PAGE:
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Washington, D.C. – Today, House Foreign Affairs Committee Chairman Michael McCaul questioned witnesses at a full committee hearing to address the flow of U.S. dollars to the Chinese Communist Party (CCP). 


WATCH his questioning here.


– As Delivered –

Chairman McCaul: “I just want to say first that the witnesses filled out a truth and testimony form, regarding any motivation to impugn your character before this committee is not well served in my judgement. And perhaps for Mr. Davidson, since he missed your testimony, Mr. Pottinger, why don’t you describe the difference between a sector-based approach and an entity-based approach.”

The Honorable Matthew Pottinger: “Congressman, if you’re looking at an entity-based approach, that requires the U.S. Government, probably the Department of Treasury, to look at each specific company that it wants to prohibit Americans from investing in. So, they actually have that authority from the executive orders that emerged from the late Trump administration and the early Biden administration, but only 68 companies, to my knowledge, were only ever designated for prohibition from U.S. investment in the Chinese military affiliated companies. So, a sector approach, the idea is that you don’t have a barn full of analysts, God bless them, over at Treasury, they’re all having to divide different problem sets as well. I mean, I’ve been over there when I was in office. If North Korea is testing a nuke or a missile, that team has to really shift to start targeting North Korean entities. And by the way, Iran’s creating problems. Russia is now launched the biggest war in Europe since World War II. That Treasury team is getting spread very very thin. I know how hard they work. If you have a sectoral approach, that just says, ‘Look Americans, U.S. persons, are not allowed to invest in these particular sectors that are relevant to China’s military and surveillance state, as well as Russia’s, North Korea’s, and Iran’s,’ it makes it simpler and less resource intensive for the U.S. government.”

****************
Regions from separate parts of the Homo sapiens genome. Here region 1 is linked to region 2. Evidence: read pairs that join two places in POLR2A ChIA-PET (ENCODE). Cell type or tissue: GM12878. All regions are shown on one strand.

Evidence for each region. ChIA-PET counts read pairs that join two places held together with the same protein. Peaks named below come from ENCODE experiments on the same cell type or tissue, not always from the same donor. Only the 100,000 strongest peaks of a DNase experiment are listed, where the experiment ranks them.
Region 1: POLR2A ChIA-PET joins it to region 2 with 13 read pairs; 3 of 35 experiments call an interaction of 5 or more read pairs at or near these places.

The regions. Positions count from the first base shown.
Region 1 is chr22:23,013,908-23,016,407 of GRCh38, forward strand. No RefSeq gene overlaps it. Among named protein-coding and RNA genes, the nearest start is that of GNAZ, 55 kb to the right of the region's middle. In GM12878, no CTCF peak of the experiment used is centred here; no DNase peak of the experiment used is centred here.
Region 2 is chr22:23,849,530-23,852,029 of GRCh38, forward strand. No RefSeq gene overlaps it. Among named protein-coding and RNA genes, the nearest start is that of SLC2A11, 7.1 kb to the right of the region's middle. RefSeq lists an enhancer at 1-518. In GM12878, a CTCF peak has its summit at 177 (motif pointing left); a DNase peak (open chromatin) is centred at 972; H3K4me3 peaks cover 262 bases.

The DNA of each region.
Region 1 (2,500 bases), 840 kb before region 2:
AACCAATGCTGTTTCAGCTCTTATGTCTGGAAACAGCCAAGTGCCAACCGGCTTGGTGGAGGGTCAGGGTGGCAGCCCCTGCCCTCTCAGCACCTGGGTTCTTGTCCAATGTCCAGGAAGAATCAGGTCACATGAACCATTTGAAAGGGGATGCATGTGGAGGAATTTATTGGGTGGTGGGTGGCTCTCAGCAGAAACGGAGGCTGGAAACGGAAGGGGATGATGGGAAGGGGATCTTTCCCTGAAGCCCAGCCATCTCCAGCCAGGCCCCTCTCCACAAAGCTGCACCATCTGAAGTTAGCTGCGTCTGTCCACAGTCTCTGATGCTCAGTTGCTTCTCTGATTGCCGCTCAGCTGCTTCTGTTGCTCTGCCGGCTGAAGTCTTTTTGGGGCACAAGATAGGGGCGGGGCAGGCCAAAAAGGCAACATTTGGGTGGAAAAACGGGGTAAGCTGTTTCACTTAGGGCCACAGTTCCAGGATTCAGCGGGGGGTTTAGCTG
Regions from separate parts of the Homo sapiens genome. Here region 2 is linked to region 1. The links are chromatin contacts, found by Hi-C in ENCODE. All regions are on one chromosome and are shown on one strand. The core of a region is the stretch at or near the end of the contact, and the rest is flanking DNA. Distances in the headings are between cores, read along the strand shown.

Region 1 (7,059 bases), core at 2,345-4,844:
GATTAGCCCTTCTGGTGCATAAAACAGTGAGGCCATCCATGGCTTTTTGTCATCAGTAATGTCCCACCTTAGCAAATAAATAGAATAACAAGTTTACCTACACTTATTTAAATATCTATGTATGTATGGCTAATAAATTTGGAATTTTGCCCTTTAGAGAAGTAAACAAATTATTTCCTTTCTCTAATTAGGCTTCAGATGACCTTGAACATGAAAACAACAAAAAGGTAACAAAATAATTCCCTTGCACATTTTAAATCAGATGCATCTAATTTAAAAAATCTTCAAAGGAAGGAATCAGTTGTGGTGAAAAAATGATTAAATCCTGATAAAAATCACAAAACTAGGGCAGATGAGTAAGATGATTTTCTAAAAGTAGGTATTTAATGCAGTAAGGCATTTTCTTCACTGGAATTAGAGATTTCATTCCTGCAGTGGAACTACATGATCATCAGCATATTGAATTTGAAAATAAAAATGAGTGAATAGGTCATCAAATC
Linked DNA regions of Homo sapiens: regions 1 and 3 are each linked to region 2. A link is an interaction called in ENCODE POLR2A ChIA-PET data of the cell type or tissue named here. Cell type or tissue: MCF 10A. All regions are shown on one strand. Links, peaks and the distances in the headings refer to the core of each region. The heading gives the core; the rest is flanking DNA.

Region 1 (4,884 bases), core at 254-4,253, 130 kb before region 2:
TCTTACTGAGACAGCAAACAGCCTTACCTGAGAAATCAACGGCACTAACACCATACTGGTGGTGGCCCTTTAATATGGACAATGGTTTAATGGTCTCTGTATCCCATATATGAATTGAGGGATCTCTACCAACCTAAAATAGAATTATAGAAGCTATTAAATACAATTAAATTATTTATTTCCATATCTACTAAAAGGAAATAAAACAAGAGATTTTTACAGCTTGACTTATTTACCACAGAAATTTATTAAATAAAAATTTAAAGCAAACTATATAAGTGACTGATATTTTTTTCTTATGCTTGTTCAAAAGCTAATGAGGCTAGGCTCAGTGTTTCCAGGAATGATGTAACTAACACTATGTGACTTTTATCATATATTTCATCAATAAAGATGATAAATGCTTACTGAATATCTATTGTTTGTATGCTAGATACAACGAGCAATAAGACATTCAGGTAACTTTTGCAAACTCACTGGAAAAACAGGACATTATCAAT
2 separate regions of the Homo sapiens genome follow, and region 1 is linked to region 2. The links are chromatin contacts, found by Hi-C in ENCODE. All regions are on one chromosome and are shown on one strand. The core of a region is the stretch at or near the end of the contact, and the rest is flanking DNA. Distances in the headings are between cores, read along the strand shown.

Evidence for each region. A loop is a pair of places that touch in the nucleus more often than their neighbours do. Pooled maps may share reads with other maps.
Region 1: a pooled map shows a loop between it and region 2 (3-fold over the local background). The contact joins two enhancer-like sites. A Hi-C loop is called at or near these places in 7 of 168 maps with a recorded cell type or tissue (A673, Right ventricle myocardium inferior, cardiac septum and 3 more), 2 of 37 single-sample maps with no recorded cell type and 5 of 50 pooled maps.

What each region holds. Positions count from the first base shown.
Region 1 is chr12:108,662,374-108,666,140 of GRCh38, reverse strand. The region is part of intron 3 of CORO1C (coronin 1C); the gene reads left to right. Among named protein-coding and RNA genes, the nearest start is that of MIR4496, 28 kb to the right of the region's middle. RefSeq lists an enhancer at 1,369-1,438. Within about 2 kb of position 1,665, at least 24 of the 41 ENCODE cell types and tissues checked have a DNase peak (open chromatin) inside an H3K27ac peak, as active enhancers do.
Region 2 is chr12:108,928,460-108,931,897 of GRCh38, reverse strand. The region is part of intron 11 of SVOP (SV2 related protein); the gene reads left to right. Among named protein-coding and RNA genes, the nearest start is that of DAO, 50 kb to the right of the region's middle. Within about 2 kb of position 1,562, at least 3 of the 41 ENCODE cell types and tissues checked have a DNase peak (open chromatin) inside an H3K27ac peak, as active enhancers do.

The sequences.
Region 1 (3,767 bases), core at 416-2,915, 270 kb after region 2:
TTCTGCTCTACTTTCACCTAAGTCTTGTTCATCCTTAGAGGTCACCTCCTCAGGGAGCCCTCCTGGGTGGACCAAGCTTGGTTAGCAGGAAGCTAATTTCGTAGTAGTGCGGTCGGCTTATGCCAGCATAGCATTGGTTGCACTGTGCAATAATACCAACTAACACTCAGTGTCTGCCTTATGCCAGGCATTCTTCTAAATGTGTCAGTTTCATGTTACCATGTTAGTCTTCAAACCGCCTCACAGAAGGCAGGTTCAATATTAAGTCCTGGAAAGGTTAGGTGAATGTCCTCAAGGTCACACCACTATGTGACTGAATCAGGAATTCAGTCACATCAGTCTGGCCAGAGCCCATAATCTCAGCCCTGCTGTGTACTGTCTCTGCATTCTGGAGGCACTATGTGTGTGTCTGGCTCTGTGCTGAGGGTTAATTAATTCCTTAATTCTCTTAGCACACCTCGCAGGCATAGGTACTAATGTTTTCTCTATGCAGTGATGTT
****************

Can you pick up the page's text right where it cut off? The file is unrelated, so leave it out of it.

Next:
McCaul: “So, it in fact provides more clarity to the private sector and businesses, correct?”

Pottinger: “I would argue that it provides more clarity, yes.”

McCaul: “And an entity can be changed overnight in China, correct?”

Pottinger: “Sure.”

McCaul: “And so, a sector-based approach would get around that –”

Pottinger: “One of the things I mentioned earlier was that China has systematically shut down the research enterprise in China so that it is harder for foreign companies to acquire real-time information about ownership structures, supply-chain flows, and the like. Those companies are being rolled-up and dismantled or co-opted to serve and align themselves with the Chinese Communist Party.”

Rep, Warren Davidson (R-OH): “Would the Gentleman yield for a question?”

McCaul: “I’m not finished yet. We attempted to sanction under Treasury, Hikvision, which is a state surveillance company on the Uyghur Muslims, and guess what the Treasury Department said in a letter to me and the Ranking Member? ‘Can’t be done.’ So, I guess it depends on who is at the Treasury Department. But yes, so I will yield.”

Davidson: “So, is the Gentleman’s contention then that OFAC and the current sanctions regime is inadequate to the task of sanctions evasion?”

McCaul: “I think the question is what’s most effective. And I think the sector-based approach is going to be a more effective way to capture capital flow investment into these five sectors that we know are responsible for the build-up of the [People’s Liberation Army] and their war machine. An entity-based approach can be manipulated by the CCP, as the former Deputy National Security Advisor to President Trump has just told this committee and testified to. I’m not saying that sanctions aren’t and effective tool. And in fact, Mr. Barr and I have had many discussions trying to have some sort of rational conclusion to this, but it has to be in good faith. And I think that you can take the best of both, perhaps, and that’s precisely what we’re working on.”

Davidson: “Well hopefully we will wind up with good amendments, I yield back.”

McCaul: “All I really care about, Sir, is we got to stop selling China the technology. We got to stop investing in their war machine, particularly at this dangerous time that we find ourselves in. You look at Taiwan and the Taiwan Strait, you look at the TSMC and the semiconductors and the whole thing. I appreciate your spirited debate.”